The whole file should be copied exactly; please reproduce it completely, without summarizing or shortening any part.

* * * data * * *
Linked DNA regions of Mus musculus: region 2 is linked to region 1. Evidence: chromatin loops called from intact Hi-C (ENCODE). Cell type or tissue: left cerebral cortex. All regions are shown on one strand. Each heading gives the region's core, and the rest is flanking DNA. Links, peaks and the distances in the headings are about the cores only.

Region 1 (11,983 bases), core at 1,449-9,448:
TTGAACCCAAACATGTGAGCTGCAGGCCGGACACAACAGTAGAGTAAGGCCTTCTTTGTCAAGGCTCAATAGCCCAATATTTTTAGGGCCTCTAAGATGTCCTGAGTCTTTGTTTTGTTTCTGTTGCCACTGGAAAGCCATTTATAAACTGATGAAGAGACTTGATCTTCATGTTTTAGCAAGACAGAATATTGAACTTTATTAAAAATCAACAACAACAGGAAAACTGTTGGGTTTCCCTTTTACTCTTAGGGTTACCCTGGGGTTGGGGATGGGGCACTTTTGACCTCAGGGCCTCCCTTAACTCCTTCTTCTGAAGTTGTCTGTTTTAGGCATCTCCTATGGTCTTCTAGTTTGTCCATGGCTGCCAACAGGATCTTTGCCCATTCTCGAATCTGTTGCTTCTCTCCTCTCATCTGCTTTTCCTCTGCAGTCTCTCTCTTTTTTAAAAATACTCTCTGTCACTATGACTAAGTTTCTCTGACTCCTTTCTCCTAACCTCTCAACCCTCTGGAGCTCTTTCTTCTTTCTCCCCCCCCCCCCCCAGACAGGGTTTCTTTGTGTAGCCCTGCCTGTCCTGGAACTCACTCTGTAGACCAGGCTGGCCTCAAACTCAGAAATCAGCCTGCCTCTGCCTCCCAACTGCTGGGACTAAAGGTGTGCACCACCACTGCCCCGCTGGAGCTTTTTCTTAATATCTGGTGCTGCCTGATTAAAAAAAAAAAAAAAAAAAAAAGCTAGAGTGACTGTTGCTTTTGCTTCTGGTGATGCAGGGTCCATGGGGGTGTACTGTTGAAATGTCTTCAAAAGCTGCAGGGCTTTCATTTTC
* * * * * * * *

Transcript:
Linked DNA regions of Mus musculus: region 2 is linked to region 1. Evidence: chromatin loops called from intact Hi-C (ENCODE). Cell type or tissue: left cerebral cortex. All regions are shown on one strand. Each heading gives the region's core, and the rest is flanking DNA. Links, peaks and the distances in the headings are about the cores only.

Region 1 (11,983 bases), core at 1,449-9,448:
TTGAACCCAAACATGTGAGCTGCAGGCCGGACACAACAGTAGAGTAAGGCCTTCTTTGTCAAGGCTCAATAGCCCAATATTTTTAGGGCCTCTAAGATGTCCTGAGTCTTTGTTTTGTTTCTGTTGCCACTGGAAAGCCATTTATAAACTGATGAAGAGACTTGATCTTCATGTTTTAGCAAGACAGAATATTGAACTTTATTAAAAATCAACAACAACAGGAAAACTGTTGGGTTTCCCTTTTACTCTTAGGGTTACCCTGGGGTTGGGGATGGGGCACTTTTGACCTCAGGGCCTCCCTTAACTCCTTCTTCTGAAGTTGTCTGTTTTAGGCATCTCCTATGGTCTTCTAGTTTGTCCATGGCTGCCAACAGGATCTTTGCCCATTCTCGAATCTGTTGCTTCTCTCCTCTCATCTGCTTTTCCTCTGCAGTCTCTCTCTTTTTTAAAAATACTCTCTGTCACTATGACTAAGTTTCTCTGACTCCTTTCTCCTAACCTCTCAACCCTCTGGAGCTCTTTCTTCTTTCTCCCCCCCCCCCCCCAGACAGGGTTTCTTTGTGTAGCCCTGCCTGTCCTGGAACTCACTCTGTAGACCAGGCTGGCCTCAAACTCAGAAATCAGCCTGCCTCTGCCTCCCAACTGCTGGGACTAAAGGTGTGCACCACCACTGCCCCGCTGGAGCTTTTTCTTAATATCTGGTGCTGCCTGATTAAAAAAAAAAAAAAAAAAAAAAGCTAGAGTGACTGTTGCTTTTGCTTCTGGTGATGCAGGGTCCATGGGGGTGTACTGTTGAAATGTCTTCAAAAGCTGCAGGGCTTTCATTTTC